Hurricane Agnes Hits the Eastern Seaboard
About Hurricane Agnes which hit the eastern seaboard in 1972 causing disaster and destruction in New York, Pennsylvania, Maryland and Washington D.c.
In typical hurricane fashion, Agnes began its short but active life in a playful rather than vindictive mood. Then while growing and absorbing moisture from the saturated eastern section of the country, it turned vicious and struck southwest Virginia. In 4 days it loosed on Maryland, the District of Columbia, Pennsylvania, and New York 28.1 trillion gallons of water--enough to fill a lake 2,000' deep by 67 mi. square. Agnes was the most costly disaster in history.
When: June 21, 1972.
Where: Maryland, the District of Columbia, Pennsylvania, and New York.
The Loss: 118 people dead; 330,000 homeless; 2,400 farm buildings destroyed; 5,800 businesses devastated; 25 cities in 142 counties damaged or destroyed. Crop loss $132 million. Property damage above $3 billion.
The Disaster: By Wednesday, June 21, Agnes was approaching southwest Virginia, bloated with moisture and bent on creating havoc. It started when Agnes dumped excessive moisture into the already full James River, causing it to overflow and flood Richmond's water filtration plant. Portable filtration units were trucked in from Camp A. P. Hill to supply drinking water for 250,000 in the capital. A number of storm-battered bridges collapsed. In Alexandria, Va., a shopping center burned. Fire trucks couldn't get to it because streets were blocked with debris. In Pennsylvania, the Susquehanna River flood-crested to destroy the executive mansion of Gov. Milton Shapp.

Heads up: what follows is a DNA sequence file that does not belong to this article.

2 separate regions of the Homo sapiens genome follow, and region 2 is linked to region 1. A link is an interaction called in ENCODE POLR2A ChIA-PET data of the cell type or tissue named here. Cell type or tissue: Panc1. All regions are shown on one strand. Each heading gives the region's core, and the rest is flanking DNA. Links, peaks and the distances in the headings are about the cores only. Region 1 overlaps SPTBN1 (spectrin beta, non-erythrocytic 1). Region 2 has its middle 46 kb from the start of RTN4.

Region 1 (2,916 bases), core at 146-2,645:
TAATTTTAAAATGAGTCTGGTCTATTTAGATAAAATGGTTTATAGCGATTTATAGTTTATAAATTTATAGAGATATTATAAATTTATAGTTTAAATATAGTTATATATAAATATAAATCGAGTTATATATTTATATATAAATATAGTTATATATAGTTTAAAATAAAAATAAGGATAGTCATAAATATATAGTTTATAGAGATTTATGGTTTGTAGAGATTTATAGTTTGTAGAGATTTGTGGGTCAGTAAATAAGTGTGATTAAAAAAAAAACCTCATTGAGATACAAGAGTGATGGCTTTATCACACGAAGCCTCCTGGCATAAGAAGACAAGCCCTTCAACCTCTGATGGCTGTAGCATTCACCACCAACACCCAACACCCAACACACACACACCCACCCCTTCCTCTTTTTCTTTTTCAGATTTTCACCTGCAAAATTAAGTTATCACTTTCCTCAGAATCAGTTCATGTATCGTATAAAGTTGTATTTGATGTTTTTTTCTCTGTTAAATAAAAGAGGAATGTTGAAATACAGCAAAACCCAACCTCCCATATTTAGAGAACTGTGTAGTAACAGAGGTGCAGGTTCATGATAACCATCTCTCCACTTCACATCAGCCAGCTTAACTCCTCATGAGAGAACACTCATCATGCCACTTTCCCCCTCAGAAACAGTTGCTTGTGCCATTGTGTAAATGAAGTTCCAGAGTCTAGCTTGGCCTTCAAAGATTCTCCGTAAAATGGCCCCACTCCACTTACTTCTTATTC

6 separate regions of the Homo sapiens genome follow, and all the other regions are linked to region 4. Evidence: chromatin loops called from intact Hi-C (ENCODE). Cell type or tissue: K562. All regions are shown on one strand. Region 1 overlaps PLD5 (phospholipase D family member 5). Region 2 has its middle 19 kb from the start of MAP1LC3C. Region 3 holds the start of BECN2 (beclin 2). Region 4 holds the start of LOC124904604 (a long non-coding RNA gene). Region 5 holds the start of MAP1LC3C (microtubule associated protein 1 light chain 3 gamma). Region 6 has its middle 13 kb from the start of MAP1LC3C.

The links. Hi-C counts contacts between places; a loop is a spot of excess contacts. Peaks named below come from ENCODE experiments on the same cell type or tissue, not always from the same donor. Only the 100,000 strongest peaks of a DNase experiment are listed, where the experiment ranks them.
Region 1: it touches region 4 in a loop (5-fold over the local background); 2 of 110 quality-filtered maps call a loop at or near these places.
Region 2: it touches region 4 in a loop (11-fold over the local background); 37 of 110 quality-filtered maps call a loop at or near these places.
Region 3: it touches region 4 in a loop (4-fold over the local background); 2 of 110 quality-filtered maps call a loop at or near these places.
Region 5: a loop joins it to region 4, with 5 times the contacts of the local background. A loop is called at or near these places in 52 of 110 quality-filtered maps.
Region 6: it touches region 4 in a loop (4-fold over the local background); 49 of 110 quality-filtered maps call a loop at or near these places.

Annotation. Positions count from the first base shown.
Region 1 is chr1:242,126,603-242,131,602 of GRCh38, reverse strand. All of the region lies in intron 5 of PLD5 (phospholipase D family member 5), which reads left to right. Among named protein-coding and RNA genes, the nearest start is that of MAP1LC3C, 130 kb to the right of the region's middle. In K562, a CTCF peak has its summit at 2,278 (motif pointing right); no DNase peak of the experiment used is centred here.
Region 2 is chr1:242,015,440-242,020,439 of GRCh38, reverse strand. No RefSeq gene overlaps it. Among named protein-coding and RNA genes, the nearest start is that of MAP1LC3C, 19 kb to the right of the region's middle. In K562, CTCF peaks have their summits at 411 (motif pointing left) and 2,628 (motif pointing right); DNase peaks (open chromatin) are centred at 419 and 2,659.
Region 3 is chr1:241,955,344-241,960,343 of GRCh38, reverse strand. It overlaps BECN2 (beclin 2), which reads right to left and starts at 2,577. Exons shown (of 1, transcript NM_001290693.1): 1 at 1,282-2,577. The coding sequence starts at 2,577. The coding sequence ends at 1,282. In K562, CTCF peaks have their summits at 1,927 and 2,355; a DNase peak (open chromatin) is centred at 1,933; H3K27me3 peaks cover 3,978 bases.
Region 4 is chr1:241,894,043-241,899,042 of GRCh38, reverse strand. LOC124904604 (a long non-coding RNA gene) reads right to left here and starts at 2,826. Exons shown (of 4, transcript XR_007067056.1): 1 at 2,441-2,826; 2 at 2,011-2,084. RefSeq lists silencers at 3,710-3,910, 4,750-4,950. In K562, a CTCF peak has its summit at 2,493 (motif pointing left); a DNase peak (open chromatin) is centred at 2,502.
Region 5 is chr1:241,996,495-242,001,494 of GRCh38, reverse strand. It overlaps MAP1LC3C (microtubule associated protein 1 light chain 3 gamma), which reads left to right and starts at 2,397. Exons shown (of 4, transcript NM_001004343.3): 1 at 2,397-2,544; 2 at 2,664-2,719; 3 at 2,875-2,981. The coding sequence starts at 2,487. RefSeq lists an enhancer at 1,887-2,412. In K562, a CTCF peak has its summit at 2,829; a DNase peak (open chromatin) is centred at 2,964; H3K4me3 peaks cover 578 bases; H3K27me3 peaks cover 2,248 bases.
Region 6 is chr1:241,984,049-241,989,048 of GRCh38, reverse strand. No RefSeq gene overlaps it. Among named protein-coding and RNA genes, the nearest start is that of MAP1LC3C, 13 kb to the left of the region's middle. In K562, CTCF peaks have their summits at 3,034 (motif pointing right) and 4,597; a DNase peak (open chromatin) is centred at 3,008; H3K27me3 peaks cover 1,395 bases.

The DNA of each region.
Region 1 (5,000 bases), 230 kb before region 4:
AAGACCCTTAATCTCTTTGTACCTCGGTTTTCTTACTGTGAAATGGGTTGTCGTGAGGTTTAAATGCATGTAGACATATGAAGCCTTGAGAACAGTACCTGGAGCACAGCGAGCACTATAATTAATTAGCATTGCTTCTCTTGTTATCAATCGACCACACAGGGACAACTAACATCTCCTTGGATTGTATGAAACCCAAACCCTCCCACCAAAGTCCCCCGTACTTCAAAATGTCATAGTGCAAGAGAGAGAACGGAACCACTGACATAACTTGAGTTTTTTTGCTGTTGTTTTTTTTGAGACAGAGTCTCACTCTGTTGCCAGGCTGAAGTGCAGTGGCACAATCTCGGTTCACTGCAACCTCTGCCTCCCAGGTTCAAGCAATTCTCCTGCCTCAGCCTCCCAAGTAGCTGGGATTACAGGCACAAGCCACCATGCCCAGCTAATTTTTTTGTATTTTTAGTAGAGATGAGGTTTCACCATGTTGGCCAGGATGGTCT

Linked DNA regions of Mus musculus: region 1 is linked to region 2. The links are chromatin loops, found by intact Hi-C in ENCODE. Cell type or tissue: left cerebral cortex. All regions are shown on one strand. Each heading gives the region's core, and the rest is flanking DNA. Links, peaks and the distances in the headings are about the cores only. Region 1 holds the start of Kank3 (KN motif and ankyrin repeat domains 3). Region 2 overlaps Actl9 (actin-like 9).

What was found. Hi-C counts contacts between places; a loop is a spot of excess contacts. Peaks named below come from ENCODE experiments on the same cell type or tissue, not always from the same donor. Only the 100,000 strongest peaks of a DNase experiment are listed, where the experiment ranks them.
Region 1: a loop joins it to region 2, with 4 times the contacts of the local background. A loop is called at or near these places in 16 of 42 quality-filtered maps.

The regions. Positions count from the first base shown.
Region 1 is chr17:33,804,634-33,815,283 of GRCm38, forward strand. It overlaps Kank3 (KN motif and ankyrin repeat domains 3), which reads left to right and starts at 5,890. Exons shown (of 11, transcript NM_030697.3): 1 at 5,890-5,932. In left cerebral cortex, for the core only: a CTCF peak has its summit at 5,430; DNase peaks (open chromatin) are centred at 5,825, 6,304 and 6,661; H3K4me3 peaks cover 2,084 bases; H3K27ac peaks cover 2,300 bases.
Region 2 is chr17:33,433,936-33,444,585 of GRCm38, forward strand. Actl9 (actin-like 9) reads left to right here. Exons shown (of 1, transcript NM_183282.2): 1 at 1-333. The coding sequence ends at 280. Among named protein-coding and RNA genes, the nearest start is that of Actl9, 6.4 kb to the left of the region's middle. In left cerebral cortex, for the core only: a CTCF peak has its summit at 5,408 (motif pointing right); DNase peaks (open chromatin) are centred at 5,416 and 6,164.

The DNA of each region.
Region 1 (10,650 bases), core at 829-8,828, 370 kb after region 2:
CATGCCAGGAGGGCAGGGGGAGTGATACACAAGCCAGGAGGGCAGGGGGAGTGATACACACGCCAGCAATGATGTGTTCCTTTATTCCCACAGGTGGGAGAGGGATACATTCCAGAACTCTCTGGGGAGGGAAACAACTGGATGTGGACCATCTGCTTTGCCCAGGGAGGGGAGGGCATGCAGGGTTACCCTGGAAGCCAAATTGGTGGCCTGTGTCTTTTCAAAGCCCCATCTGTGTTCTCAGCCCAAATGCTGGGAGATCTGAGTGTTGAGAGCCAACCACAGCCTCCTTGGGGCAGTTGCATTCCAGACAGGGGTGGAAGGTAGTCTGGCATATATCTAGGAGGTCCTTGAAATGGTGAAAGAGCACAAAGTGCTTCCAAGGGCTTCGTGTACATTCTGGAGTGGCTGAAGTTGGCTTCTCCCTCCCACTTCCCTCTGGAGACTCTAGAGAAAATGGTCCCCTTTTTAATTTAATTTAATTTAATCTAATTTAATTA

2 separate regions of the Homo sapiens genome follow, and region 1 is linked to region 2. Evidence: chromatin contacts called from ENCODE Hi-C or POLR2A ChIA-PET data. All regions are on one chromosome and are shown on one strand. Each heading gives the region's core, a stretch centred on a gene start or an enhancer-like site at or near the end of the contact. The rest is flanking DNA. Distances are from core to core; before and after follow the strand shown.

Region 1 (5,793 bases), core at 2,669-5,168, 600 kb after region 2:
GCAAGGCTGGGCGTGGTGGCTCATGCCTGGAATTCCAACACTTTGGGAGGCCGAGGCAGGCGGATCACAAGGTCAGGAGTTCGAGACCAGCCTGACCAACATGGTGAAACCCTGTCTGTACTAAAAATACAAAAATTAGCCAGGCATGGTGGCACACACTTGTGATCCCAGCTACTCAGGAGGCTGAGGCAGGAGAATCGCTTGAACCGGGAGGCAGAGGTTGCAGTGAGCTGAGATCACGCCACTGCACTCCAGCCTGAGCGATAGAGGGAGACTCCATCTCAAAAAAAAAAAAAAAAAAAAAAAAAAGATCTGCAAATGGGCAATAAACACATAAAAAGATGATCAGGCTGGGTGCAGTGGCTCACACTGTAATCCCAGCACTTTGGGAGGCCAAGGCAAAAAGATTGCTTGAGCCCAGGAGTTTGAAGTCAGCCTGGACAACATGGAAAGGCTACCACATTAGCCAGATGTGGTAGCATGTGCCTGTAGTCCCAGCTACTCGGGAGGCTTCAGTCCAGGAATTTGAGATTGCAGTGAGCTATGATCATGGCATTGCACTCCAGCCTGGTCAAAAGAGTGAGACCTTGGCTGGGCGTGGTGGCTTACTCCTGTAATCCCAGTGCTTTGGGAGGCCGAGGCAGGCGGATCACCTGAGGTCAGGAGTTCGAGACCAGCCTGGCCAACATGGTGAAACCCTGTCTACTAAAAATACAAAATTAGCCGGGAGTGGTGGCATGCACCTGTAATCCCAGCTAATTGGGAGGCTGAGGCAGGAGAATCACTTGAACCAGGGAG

Navy helicopters were dispatched to Pottstown, 35 mi. west of Philadelphia, to rescue victims from rooftops. Wilkes-Barre, an industrial city thought to be safe, took the brunt of the storm; its dikes didn't hold. The Times Leader and Evening News editor, Jim Lee, was quoted as saying: "We couldn't bring ourselves to believe that the river [the Susquehanna] might break through." But it did just that on June 22, pushing "safe dikes" aside like they were made of sand. In Wilkes-Barre and Wyoming Valley, 13,000 homes were lost plus bridges and commercial buildings. Over 200,000 people were in need of rescue and relief. The heart of Wilkes-Barre became a polluted, foul-smelling lake. Wilkes College was flooded and severed electric wires started many fires that burned out of control; fire apparatus couldn't reach these.
A historic graveyard in a northern suburb gave up its caskets, sending them bobbing over floodwaters like surfboards. Looting followed the destruction of business districts and terrified rodents attacked humans. Public utilities were out of commission and manpower to do what was needed was lacking. Shock numbed the senses of survivors. It was too much, too sudden, for people to comprehend.
Aftermath: A million and a half pounds of food was air-dropped in Wyoming Valley. Clean-up work went on for months. Damage to U.S. and interstate highways ran $186 million, and to other road systems $382 million. The destruction was mind-boggling.
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